Acer H9500BD Home Theater Projector Review

Acer H9500BD 3D Brightness

Unfortunately, the Acer seems to lose more brightness when switching to its one 3D mode, than any of the other 3D projectors. Comparing it to the Epson Home Cinema 3010 in the Epson’s 3D Dynamic mode does have you wondering where all the brightness went.

Consider that there’s only a 200 lumen difference in their ratings. In 3D, however, the difference seems much brighter. The glasses and balance of the color which includes how the background appears without the glasses, is sort of yellowish green, and vanishes with the active LCD glasses.

Acer H9500BD Sharpness

The H9500BD looks very nicely sharp. Optics seemed fine, a nice clear image. No lens gives you a perfectly focused image from center to corners, but the Acer seems fairly typical, with little to note. As a single chip DLP Projector, there are no convergence issues, unlike LCD and LCoS projectors, which helps keep the Acer nice and sharp.

Comparison images:

Top left: Acer H9500BD, Top Center – Optoma HD33, Top Right – Mitsubishi HC4000.

2nd row left: Epson Home Cinema 3010, center: Viewsonic Pro8200, Right: BenQ W1200

Acer H9500BD
Optoma HD33
Mitsubishi HC4000
Epson Home Cinema 3010
Viewsonic Pro8200
BenQ W1200
Acer H9500BD
+Optoma HD33

Acer H9500BD: Bottom Line Sharpness

In this price range, the Acer H9500 projector is more than fine. Digital content looks really sharp, and of course there are enough artifacts in movies (starting with film grain), to make small differences in sharpness harder to notice.

Bottom line? Sharpness won’t be a factor!

Light Leakage

A little out the side venting. Should not be an issue, unless you are sitting with eyes level, and alongside the projector. (In which case, if you are close, the heat of the fan blown exhaust will be a much bigger problem)!

As I write this, I admit, I never took a really close look for through-the-lens light leakage, but I’m confident that there is no noteworthy issue, or I should have spotted it.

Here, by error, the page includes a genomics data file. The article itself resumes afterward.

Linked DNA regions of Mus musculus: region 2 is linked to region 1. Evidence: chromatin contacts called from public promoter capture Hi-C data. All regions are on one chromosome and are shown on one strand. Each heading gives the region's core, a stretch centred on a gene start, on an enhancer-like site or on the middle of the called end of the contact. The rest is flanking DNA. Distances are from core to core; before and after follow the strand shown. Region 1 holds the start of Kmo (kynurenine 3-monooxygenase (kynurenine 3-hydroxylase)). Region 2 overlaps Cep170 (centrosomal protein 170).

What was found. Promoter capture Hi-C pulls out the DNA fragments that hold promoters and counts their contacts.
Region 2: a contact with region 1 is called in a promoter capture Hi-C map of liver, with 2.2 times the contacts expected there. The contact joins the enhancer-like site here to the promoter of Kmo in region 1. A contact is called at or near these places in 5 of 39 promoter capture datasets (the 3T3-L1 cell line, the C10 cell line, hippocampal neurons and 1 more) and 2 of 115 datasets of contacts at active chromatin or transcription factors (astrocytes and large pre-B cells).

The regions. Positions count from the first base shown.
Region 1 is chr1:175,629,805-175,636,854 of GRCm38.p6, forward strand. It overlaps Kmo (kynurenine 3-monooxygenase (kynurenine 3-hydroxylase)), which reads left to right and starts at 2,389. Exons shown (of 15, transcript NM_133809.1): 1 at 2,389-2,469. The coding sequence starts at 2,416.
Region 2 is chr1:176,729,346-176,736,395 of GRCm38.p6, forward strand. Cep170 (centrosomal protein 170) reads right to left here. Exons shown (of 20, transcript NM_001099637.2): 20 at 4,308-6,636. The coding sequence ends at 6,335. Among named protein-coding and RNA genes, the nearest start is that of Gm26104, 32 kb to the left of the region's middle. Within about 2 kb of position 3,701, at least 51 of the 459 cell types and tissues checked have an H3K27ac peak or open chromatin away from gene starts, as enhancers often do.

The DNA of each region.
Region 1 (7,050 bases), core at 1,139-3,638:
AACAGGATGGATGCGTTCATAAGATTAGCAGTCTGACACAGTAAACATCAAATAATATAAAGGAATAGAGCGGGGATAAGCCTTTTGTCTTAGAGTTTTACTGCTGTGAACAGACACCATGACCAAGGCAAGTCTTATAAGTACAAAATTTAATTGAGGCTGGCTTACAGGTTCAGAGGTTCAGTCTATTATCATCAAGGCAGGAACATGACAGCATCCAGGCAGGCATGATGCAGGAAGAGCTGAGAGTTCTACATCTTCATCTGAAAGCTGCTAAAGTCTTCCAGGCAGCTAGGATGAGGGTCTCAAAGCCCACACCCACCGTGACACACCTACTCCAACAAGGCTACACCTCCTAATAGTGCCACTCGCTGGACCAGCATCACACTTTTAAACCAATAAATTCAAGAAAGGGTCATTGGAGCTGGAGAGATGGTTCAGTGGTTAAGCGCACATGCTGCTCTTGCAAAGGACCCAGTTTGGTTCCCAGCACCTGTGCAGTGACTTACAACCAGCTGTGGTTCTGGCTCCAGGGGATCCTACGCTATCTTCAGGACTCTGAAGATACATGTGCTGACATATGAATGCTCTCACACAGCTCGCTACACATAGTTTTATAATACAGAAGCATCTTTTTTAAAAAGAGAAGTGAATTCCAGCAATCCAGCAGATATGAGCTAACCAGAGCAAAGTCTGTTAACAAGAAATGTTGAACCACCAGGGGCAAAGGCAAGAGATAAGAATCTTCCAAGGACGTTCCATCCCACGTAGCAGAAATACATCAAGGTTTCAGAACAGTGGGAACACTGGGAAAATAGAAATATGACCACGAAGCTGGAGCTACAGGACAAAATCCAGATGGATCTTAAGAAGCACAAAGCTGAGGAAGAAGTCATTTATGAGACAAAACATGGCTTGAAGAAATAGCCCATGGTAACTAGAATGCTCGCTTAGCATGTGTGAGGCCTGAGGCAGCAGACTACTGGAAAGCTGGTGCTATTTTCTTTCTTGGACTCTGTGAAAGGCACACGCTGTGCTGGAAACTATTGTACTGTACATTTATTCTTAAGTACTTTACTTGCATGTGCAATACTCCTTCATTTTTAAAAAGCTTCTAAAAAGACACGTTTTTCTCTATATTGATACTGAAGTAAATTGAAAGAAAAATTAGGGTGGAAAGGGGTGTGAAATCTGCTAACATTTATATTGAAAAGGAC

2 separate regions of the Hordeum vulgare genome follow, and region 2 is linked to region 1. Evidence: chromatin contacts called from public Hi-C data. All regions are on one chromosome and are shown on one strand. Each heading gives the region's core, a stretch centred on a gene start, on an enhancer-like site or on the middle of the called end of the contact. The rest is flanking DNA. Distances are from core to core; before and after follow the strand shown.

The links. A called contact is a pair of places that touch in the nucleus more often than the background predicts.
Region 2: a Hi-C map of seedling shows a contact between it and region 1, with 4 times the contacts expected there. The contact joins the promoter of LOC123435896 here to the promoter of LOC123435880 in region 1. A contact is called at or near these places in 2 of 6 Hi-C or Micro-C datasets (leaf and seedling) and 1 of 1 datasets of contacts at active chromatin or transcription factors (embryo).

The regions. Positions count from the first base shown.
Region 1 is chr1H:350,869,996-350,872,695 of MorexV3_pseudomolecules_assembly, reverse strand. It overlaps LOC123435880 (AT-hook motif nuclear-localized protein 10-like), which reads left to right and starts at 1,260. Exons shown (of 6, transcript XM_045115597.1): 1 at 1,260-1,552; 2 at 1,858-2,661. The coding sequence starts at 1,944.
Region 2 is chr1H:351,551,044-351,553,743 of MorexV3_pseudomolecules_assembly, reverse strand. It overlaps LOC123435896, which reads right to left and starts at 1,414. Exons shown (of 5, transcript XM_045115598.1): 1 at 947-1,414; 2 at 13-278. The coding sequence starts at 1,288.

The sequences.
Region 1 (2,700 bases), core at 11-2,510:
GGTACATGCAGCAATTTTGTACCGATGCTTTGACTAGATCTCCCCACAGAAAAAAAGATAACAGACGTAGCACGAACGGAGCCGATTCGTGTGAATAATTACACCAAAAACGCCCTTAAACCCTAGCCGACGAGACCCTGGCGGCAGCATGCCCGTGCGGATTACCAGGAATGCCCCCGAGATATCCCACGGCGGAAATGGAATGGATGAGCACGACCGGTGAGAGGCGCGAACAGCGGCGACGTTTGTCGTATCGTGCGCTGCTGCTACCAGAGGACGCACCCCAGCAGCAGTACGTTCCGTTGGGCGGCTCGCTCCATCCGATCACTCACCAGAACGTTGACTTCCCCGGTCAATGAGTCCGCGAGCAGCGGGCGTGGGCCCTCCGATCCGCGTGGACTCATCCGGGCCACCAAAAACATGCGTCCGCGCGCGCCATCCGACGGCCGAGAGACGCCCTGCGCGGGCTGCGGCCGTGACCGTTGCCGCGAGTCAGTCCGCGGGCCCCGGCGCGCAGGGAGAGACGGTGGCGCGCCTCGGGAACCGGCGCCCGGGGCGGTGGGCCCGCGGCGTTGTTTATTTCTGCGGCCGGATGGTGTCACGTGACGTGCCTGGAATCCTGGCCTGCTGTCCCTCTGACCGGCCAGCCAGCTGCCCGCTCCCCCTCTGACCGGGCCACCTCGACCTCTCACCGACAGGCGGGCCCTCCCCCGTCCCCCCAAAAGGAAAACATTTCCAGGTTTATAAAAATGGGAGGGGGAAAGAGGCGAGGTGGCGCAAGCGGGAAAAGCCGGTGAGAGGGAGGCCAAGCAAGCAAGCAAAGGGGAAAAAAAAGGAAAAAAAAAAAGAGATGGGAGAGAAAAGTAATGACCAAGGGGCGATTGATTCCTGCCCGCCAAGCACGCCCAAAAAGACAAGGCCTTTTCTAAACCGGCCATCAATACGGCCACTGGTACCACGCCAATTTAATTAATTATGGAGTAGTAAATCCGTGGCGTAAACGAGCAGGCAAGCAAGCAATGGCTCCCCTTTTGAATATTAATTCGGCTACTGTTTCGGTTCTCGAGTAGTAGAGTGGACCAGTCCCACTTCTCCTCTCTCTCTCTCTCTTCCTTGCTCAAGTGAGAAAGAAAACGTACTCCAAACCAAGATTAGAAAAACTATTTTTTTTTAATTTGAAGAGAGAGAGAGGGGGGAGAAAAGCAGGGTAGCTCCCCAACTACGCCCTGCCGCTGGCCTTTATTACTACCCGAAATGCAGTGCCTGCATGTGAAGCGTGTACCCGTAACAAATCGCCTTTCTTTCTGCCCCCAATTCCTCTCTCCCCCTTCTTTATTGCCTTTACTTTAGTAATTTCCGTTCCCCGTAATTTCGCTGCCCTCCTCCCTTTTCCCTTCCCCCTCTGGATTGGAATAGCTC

Image Noise

DLP’s tend to be a touch more noisy, and I’d say that for 2D, the Acer works well enough. I say that because I stuck to Brilliant Color, which also tends to magnify such things. No overt problems here, but not the cleanest around – usually an LCD.

As a well under $2000 home entertainment projector, let’s add this item to the list that typical owners simply don’t notice, and should they, they don’t care.

I mean who’s looking at image noise when watching Cars 2, 3D with the kids?

Consider this too: The amount of digital noise, from compression and decompression of cable and satellite is at least a whole magnitude larger! Same likely for almost any download. That means only Blu-ray discs and your own 3D content from your 3D camera or camcorder, are going to be clean enough for you to even begin to worry about the image noise.

Seriously!

Audible Noise

Not bad for a DLP. As with most, projectors it’s fan.

Like the Epson Home Cinema 3010, you can hear the dynamic iris working at times. Like the Epson, most people won’t notice unless there’s no sound, except at start up, and during source changes and who cares then.

I’d put the fan noise to be slightly higher than the Epson, but like the Epson again, these are not an issue for casual viewing. There are folks out there who really object to 30 db fan noise, and this one is probably a touch higher.

The good news, for the really noise adverse, is that in low power lamp, the fan gets pretty quiet, and you’re only losing about 13% of brightness. (As noted, there is some color shift between high and low power).

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